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Mr. McCain said at a news conference in Amman that he continued to be concerned about Iranians â€œtaking Al Qaeda into Iran, training them and sending them back.â€ Asked about that statement, Mr. McCain said: â€œWell, itâ€™s common knowledge and has been reported in the media that Al Qaeda is going back into Iran and receiving training and are coming back into Iraq from Iran. Thatâ€™s well known. And itâ€™s unfortunate.â€
It was not until he got a quiet word of correction in his ear from Senator Joseph I. Lieberman of Connecticut, who was traveling with Mr. McCain as part of a Congressional delegation on a nearly weeklong trip, that Mr. McCain corrected himself.
“Iâ€™m sorry,” Mr. McCain said, “the Iranians are training extremists, not Al Qaeda.” [source]
Maybe he was taken aback by the beautiful view of Amman from the Citadel? But a bold choice of location to declare his backing of Jerusalem as Israel’s capital.
Meanwhile, Obama continues to disappoint me. In a 37 minute speech entitled A More Perfect Union yesterday – which has been getting rave reviews since – Obama sought to air out all the race issues that have surrounded his candiacy. Much of the speech was dedicated to addressing the issue of his ex-pastor Jeremiah Wright, over controversial statements he’s made over the year, that have garnered some fanfare recently in American media and on YouTube. I’m not entirely sure which statements Americans find controversial. There is one where Wright says 9/11 was a result of America’s foreign policy. If that’s controversial then I can see why Americans still don’t understand anything about the world they’ve sought to conquer. Another statement by Wright suggests that Zionism has an element of ‘white racism’, possibly in reference to Israel being a self-declared Jewish state.
Obama denounced his pastor and has kept his distance, but this speech was a way of putting it behind him.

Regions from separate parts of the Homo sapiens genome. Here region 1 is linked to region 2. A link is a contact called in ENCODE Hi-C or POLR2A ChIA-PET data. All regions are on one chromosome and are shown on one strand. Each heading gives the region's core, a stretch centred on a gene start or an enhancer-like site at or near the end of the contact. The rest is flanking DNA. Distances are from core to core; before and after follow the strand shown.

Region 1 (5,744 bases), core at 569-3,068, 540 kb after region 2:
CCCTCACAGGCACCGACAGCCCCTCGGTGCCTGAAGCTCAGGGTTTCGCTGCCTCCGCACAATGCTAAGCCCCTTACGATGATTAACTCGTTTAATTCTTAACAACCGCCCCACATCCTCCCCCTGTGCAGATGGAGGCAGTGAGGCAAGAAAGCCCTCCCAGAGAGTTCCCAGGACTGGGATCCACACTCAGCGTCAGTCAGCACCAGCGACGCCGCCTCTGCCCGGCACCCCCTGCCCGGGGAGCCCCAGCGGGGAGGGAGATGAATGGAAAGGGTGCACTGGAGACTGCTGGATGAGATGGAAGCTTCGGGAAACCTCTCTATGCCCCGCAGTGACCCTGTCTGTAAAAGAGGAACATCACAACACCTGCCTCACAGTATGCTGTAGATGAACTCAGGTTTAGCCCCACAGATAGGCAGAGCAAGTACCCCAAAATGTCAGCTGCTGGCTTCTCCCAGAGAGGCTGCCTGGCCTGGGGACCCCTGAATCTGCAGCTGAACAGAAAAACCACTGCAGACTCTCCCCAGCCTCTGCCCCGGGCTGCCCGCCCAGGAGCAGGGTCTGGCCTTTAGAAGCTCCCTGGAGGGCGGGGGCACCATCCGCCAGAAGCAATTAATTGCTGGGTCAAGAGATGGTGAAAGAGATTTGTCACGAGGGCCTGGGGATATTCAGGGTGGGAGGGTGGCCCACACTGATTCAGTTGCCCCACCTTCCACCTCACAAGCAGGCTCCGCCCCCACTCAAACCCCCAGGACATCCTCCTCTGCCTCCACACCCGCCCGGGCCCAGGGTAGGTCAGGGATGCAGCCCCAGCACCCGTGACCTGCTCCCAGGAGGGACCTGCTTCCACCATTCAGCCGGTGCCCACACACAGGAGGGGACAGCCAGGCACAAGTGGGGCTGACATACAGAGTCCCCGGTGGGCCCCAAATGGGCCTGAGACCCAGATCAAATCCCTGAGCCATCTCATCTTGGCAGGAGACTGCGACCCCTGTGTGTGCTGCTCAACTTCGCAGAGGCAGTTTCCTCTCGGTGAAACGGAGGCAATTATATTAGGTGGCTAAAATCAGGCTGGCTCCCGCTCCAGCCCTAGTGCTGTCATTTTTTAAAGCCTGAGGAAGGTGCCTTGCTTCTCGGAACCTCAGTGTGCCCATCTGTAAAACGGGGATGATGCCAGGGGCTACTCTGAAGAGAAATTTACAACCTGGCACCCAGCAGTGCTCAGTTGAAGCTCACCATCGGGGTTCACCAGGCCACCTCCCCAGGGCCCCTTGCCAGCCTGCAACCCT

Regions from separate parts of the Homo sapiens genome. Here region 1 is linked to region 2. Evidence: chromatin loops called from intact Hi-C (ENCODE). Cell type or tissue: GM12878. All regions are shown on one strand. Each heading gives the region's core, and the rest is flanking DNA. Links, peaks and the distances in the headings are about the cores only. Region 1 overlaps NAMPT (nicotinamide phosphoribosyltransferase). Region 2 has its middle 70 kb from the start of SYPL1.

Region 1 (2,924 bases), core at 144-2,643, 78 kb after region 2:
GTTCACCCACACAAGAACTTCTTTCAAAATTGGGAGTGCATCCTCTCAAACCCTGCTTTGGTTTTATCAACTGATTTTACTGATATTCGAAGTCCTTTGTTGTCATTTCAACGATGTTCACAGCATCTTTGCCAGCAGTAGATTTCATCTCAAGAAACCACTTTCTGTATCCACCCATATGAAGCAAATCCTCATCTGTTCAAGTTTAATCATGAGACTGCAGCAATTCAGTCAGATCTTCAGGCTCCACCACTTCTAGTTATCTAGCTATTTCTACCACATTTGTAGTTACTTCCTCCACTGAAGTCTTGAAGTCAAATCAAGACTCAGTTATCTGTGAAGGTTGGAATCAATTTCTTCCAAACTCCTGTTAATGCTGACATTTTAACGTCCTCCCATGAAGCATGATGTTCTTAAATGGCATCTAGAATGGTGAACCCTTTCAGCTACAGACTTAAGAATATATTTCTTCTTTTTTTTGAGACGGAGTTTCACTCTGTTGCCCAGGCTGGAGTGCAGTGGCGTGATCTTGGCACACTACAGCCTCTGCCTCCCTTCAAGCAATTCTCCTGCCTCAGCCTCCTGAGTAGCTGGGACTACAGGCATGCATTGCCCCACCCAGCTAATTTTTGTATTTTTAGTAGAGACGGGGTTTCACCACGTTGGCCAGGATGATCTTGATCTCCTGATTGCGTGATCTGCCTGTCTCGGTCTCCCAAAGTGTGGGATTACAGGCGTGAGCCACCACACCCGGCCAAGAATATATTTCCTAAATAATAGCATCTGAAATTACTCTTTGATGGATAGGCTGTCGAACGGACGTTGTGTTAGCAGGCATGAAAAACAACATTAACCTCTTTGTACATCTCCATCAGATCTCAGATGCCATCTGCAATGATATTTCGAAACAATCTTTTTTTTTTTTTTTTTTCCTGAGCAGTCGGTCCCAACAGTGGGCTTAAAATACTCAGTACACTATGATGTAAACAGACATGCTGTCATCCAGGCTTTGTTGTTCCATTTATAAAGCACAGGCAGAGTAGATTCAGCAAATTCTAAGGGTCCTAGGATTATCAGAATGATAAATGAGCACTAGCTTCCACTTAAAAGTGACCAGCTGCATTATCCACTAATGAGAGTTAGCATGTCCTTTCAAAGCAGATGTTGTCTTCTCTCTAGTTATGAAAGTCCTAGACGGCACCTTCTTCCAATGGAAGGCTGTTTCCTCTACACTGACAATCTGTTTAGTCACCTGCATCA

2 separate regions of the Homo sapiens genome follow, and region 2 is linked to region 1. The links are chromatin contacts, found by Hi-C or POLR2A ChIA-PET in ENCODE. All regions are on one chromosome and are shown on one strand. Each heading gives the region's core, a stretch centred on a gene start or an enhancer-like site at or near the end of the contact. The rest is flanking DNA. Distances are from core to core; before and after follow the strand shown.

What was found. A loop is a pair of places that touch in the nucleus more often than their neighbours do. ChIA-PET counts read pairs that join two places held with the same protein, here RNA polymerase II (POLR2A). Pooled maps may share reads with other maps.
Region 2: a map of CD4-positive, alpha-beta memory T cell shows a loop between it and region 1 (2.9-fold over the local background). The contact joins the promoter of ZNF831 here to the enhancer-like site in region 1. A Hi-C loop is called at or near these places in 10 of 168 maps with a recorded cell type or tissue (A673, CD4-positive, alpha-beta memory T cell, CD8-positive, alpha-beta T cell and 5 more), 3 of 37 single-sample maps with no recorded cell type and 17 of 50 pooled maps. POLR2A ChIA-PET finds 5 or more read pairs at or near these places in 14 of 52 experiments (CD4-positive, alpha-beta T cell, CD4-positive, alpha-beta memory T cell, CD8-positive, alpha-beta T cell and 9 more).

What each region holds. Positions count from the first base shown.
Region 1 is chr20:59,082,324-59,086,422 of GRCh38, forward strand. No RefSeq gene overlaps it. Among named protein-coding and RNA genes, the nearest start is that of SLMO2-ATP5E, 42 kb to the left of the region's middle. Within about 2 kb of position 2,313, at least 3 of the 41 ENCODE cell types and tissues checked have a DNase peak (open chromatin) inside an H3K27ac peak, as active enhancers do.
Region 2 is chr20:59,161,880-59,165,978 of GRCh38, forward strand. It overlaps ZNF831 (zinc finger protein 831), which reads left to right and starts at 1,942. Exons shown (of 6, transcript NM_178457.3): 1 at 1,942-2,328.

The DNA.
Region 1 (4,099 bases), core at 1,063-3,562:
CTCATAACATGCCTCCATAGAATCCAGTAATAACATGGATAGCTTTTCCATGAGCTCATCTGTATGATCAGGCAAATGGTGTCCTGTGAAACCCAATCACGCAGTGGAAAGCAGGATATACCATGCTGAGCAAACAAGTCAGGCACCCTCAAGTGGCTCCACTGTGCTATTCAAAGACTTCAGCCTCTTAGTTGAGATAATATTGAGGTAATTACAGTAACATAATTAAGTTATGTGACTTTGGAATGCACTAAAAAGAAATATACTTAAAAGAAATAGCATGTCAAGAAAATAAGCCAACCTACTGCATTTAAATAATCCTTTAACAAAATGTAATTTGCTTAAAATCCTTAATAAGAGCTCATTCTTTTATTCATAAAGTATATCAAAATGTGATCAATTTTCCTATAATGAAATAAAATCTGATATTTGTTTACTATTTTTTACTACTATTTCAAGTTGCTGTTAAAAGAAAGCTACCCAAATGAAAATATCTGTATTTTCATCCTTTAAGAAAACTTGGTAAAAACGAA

Although I enjoyed the poetry of the first part of the speech, I was startled by the following statement, which I think elludes to they type of foreign policy we might come to expect from him when it comes to his adjusted world view on the Middle East conflict:
But the remarks that have caused this recent firestorm weren’t simply controversial. They weren’t simply a religious leader’s effort to speak out against perceived injustice. Instead, they expressed a profoundly distorted view of this country – a view that sees white racism as endemic, and that elevates what is wrong with America above all that we know is right with America; a view that sees the conflicts in the Middle East as rooted primarily in the actions of stalwart allies like Israel, instead of emanating from the perverse and hateful ideologies of radical Islam. [source]
I understand the role radical Islam plays in this region, especially when we’re talking about Iraq, but I think by mentioning Israel, Obama is referring to Hamas and Hizballah. I am personally not a staunch supporter of either organization on either a religious or political level, however I do see them being largely different from groups like Al-Queda. But more importantly, his choice of language in that sentence is staggering. Terms like “rooted”, “stalwart allies”, “perverse and hateful ideologies”.
In a single statement, Obama manages to blame the roots of the Middle East conflict on radical Islam (as personified by Hamas and Hizballah in this context), while completely whitewashing any role a stalwart ally like Israel plays.
Only a Sith deals in absolutes, Lord Barack.
But even though the force is strong with him, I think he’s still generally young and malleable, so I officially invite Obama to Jordan so he can tour some of the Palestinian refugee camps. Then he can give a nice speech by the Citadel and tell us if he thinks those camps, with their tens of thousands of inhabitants, find their roots in the actions of Israel or emanating from the perverse and hateful ideologies of radical Islam.